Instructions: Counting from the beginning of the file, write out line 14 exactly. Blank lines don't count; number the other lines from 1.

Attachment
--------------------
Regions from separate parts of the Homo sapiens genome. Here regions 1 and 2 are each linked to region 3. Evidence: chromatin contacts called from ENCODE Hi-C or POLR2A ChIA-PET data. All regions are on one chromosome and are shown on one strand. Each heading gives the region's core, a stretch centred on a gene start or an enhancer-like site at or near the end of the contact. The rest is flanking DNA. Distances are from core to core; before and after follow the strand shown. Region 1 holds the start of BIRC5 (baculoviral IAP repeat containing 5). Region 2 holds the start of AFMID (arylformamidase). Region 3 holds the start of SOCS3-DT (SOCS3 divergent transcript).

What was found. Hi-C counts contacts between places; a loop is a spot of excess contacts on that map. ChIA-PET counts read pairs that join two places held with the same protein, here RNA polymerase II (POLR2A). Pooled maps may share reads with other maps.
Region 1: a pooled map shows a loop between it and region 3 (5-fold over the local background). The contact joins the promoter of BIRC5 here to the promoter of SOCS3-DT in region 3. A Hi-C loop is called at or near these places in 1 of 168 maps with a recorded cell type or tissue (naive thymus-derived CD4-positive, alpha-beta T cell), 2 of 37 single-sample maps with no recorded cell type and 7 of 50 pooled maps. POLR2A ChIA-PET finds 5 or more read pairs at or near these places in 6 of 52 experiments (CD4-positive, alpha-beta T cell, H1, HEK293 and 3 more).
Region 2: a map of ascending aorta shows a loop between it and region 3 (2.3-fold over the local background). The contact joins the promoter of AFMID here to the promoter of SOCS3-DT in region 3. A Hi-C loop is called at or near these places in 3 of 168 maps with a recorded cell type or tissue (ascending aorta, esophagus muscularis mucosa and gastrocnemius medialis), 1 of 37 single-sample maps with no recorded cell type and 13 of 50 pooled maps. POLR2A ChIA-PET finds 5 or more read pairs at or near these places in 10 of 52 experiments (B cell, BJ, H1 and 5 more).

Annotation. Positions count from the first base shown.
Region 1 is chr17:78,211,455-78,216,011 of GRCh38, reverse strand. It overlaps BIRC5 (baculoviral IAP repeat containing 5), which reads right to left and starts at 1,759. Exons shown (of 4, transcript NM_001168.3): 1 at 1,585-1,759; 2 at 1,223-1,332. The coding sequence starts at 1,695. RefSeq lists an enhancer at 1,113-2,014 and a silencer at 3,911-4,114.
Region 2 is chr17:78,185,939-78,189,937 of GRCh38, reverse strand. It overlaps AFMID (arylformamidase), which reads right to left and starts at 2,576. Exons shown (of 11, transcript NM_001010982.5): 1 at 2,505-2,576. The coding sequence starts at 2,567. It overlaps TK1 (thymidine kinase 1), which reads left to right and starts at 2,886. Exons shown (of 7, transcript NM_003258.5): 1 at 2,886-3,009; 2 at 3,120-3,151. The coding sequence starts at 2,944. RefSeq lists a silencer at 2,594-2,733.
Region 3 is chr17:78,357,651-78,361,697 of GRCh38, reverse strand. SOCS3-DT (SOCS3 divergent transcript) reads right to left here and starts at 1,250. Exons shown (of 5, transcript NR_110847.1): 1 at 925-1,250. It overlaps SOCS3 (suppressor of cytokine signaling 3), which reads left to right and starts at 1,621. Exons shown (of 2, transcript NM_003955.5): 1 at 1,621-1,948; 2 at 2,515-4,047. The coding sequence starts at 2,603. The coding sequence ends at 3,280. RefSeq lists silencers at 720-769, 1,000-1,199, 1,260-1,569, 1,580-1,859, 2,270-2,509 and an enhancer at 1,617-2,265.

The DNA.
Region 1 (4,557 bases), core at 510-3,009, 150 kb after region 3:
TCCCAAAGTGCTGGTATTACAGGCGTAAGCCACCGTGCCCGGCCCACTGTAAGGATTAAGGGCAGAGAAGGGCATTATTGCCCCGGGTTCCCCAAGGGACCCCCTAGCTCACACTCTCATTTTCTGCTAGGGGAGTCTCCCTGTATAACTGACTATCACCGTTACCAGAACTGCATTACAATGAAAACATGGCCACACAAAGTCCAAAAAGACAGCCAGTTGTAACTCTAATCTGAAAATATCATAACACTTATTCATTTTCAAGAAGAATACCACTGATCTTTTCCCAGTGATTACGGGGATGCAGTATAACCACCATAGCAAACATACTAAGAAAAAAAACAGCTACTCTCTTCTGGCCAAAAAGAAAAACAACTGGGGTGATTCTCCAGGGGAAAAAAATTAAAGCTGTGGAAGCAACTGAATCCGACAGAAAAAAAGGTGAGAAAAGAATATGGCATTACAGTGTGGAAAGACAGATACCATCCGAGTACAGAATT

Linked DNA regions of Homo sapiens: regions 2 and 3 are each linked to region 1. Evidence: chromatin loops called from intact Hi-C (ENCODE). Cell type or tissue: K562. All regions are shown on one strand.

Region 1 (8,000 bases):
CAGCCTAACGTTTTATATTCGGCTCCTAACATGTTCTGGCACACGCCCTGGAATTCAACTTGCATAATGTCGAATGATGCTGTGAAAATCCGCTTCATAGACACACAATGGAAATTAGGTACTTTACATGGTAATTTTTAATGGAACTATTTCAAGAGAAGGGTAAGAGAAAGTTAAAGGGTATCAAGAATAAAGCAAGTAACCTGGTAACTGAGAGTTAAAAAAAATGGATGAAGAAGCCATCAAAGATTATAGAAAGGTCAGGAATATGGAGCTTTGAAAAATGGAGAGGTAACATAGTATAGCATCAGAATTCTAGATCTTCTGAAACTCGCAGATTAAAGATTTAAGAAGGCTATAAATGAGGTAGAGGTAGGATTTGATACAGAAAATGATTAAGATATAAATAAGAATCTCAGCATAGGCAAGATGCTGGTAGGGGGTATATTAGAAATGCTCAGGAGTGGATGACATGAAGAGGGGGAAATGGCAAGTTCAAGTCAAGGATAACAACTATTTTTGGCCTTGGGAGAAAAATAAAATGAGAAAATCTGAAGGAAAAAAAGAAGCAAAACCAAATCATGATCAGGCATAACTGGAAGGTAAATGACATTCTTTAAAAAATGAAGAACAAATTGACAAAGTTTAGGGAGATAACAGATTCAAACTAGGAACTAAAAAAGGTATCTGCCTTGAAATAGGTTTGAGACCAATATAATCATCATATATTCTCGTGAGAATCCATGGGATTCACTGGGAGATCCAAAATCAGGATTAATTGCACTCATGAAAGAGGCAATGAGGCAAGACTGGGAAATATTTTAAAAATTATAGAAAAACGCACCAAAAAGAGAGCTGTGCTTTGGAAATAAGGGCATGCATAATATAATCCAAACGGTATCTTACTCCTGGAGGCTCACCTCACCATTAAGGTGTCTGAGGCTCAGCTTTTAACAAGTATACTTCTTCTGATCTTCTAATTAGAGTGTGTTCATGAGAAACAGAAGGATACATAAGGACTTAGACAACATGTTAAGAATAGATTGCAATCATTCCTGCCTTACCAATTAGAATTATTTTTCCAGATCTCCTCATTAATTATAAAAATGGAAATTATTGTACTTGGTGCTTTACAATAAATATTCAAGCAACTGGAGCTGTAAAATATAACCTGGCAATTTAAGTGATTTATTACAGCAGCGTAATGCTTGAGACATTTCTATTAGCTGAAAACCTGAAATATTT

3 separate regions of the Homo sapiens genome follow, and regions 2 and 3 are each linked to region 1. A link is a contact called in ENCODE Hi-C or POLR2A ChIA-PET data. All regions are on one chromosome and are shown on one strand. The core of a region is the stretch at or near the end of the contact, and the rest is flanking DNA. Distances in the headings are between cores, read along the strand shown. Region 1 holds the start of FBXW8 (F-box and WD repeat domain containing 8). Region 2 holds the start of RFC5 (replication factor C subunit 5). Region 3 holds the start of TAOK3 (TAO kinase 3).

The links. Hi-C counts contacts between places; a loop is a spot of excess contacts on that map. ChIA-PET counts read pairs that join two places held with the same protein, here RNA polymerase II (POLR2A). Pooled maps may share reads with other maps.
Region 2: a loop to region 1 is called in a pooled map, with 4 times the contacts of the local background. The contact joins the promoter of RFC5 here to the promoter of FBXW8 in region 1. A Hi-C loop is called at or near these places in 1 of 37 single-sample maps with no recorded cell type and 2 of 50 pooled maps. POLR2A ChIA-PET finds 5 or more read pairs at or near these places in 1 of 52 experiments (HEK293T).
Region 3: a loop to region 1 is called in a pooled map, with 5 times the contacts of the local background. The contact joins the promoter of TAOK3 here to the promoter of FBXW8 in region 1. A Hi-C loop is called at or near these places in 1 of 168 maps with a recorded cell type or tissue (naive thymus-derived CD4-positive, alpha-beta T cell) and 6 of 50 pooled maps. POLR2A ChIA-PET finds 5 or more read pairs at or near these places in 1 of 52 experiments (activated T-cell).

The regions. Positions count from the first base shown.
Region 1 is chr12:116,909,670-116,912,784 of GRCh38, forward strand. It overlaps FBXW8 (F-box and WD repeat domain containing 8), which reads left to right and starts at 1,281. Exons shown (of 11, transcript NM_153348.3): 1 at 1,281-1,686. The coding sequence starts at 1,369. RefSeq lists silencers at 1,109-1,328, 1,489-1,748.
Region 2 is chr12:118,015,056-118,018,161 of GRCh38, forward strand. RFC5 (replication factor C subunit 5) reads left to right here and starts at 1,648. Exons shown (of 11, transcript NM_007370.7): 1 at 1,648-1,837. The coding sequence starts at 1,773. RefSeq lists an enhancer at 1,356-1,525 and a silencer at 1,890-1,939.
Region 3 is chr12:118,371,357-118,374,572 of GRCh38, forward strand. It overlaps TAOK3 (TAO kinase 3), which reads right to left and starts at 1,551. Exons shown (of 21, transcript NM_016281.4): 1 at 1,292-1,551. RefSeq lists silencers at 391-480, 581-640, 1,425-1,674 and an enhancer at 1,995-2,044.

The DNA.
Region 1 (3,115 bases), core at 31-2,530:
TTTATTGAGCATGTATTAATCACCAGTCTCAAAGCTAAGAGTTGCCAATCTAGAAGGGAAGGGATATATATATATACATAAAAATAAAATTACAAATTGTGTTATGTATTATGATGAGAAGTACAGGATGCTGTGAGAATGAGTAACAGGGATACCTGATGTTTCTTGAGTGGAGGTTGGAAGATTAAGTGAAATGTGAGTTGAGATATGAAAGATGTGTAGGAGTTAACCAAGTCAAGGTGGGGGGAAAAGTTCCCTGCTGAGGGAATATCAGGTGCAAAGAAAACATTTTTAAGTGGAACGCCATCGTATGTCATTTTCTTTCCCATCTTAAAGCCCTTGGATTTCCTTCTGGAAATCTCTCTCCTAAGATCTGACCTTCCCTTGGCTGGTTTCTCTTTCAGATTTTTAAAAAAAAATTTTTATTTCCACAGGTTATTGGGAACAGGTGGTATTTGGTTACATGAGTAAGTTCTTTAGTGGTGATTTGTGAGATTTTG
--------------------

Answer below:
CAGCCTAACGTTTTATATTCGGCTCCTAACATGTTCTGGCACACGCCCTGGAATTCAACTTGCATAATGTCGAATGATGCTGTGAAAATCCGCTTCATAGACACACAATGGAAATTAGGTACTTTACATGGTAATTTTTAATGGAACTATTTCAAGAGAAGGGTAAGAGAAAGTTAAAGGGTATCAAGAATAAAGCAAGTAACCTGGTAACTGAGAGTTAAAAAAAATGGATGAAGAAGCCATCAAAGATTATAGAAAGGTCAGGAATATGGAGCTTTGAAAAATGGAGAGGTAACATAGTATAGCATCAGAATTCTAGATCTTCTGAAACTCGCAGATTAAAGATTTAAGAAGGCTATAAATGAGGTAGAGGTAGGATTTGATACAGAAAATGATTAAGATATAAATAAGAATCTCAGCATAGGCAAGATGCTGGTAGGGGGTATATTAGAAATGCTCAGGAGTGGATGACATGAAGAGGGGGAAATGGCAAGTTCAAGTCAAGGATAACAACTATTTTTGGCCTTGGGAGAAAAATAAAATGAGAAAATCTGAAGGAAAAAAAGAAGCAAAACCAAATCATGATCAGGCATAACTGGAAGGTAAATGACATTCTTTAAAAAATGAAGAACAAATTGACAAAGTTTAGGGAGATAACAGATTCAAACTAGGAACTAAAAAAGGTATCTGCCTTGAAATAGGTTTGAGACCAATATAATCATCATATATTCTCGTGAGAATCCATGGGATTCACTGGGAGATCCAAAATCAGGATTAATTGCACTCATGAAAGAGGCAATGAGGCAAGACTGGGAAATATTTTAAAAATTATAGAAAAACGCACCAAAAAGAGAGCTGTGCTTTGGAAATAAGGGCATGCATAATATAATCCAAACGGTATCTTACTCCTGGAGGCTCACCTCACCATTAAGGTGTCTGAGGCTCAGCTTTTAACAAGTATACTTCTTCTGATCTTCTAATTAGAGTGTGTTCATGAGAAACAGAAGGATACATAAGGACTTAGACAACATGTTAAGAATAGATTGCAATCATTCCTGCCTTACCAATTAGAATTATTTTTCCAGATCTCCTCATTAATTATAAAAATGGAAATTATTGTACTTGGTGCTTTACAATAAATATTCAAGCAACTGGAGCTGTAAAATATAACCTGGCAATTTAAGTGATTTATTACAGCAGCGTAATGCTTGAGACATTTCTATTAGCTGAAAACCTGAAATATTT